PlayStation Classic: 10 of the Sony console's greatest games, from Spyro to Tomb Raider II

Metal Gear Solid, Gran Turismo, Final Fantasy VII among many riches device had to offer

Joe Sommerlad,Jon Sharman
Friday 21 September 2018 07:48
Spyro the Dragon gameplay

Sony has announced it is bringing back its original PlayStation games console – to the joy of 30-something gamers everywhere.

The PlayStation Classic will be a miniature version of the company’s first generation model, which represented the next evolutionary step forwards from the 16-bit Sega MegaDrive and Nintendo SNES when it first went on sale in Japan in December 1994.

To celebrate, here’s a look back at the games that defined that joyous machine, the best thing to happen to the 1990s outside of “Kiss from a Rose” and Gladiators on ITV.

10. Gran Turismo (1998)

This racing simulator was admired for its sleek graphics and buffish attention to detail and became the best-selling game in PlayStation history, shifting 10.85m copies and setting up a series that is now deeply associated with Sony’s home consoles.

Precision was everything for players of this favourite. Gran Turismo​ allowed drivers to upgrade and tinker with almost every aspect of their vehicles before racing them on a string of original tracks (and their mirrored versions and extra sections) – once they had gained their racing licence.

Its sequel introduced real-world circuits and a host of new cars.

9. Final Fantasy VII (1997)

The first – and, for many, best – of three main-series Final Fantasy games on the PlayStation is regarded as a true classic whose grown-up story with a deeply emotional twist still resonates.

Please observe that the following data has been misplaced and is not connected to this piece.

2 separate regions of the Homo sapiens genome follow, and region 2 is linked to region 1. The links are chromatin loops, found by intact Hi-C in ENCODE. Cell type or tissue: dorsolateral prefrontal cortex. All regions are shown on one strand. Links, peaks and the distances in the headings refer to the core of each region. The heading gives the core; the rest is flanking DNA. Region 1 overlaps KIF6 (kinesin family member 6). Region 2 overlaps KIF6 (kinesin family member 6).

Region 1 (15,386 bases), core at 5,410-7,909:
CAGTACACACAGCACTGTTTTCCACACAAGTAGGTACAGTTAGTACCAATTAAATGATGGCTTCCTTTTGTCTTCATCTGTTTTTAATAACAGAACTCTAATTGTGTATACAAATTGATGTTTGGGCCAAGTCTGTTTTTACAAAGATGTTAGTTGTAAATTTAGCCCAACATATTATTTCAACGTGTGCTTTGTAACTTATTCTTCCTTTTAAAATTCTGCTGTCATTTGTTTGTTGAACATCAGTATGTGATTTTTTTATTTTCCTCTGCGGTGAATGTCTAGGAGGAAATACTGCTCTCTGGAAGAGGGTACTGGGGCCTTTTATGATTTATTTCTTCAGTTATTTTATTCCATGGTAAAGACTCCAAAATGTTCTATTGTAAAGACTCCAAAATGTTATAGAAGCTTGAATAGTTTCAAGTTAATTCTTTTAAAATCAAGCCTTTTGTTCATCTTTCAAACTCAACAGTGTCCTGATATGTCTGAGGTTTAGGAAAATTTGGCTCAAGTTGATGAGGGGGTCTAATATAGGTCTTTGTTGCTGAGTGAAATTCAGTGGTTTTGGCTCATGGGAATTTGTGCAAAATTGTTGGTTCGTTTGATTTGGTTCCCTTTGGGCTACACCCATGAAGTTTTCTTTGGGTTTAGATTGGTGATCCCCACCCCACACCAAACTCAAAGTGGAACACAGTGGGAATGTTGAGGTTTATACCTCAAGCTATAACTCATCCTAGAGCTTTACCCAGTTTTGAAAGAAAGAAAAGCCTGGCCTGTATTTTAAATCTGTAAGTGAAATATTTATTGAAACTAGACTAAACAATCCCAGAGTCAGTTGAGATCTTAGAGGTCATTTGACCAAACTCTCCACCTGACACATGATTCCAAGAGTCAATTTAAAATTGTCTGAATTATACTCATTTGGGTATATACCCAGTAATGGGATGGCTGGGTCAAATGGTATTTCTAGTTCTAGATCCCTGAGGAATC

Despite its futuristic setting it maintains a traditional Final Fantasy ragtag-group-saves-the-world-from-catastrophe narrative, but its status as the first 3D instalment in the series made it iconic in the same way as Super Mario 64.

Final Fantasy VII

Whether the other two entries (the soap opera-esque Final Fantasy VIII with its innovative magic junctioning system and Final Fantasy IX which returned to more traditional swords-and-sorcery styling) will make the shortlist of 20 games on the Classic model remains to be seen.

Many gamers would undoubtedly love to see Final Fantasy Tactics‘ turn-based strategy represented as well.

8. Medal of Honor (1999)

A precursor to Activision’s all-conquering Call of Duty first-person shooter franchise, Medal of Honor appeared in the same year as Steven Spielberg’s Saving Private Ryan with a story written by the Hollywood director.

Like that film, the game cast you into the thick of the Second World War as Lieutenant Jimmy Patterson, completing objectives to secure territory and taking out Nazi strongholds.

Inadvertently giving the impression you could win a war on your own, the game was superbly entertaining, not least in its two-player death-match mode.

7. ​Spyro the Dragon (1998)

Insomniac Games’ plucky purple beastie found himself tasked with rescuing his fellow dragons from being turned to stone by Gnasty Gnorc, collecting lost treasure and power-ups as he roamed through candy-coloured kingdoms, charging his enemies and blasting them with scorching breath.

Spyro the Dragon

Hugely popular, Spyro sparked two sequels. A remastered version, Spyro Reignited Trilogy, is being released on PlayStation 4 and XBox One in November this year.

6. Crash Bandicoot (1996)

A truly zany take on the platform game, Naughty Dog’s deranged protagonist and his sworn enemy, Dr Neo Cortex, owed a considerable design debt to Sega’s Sonic the Hedgehog but were huge fun anyway.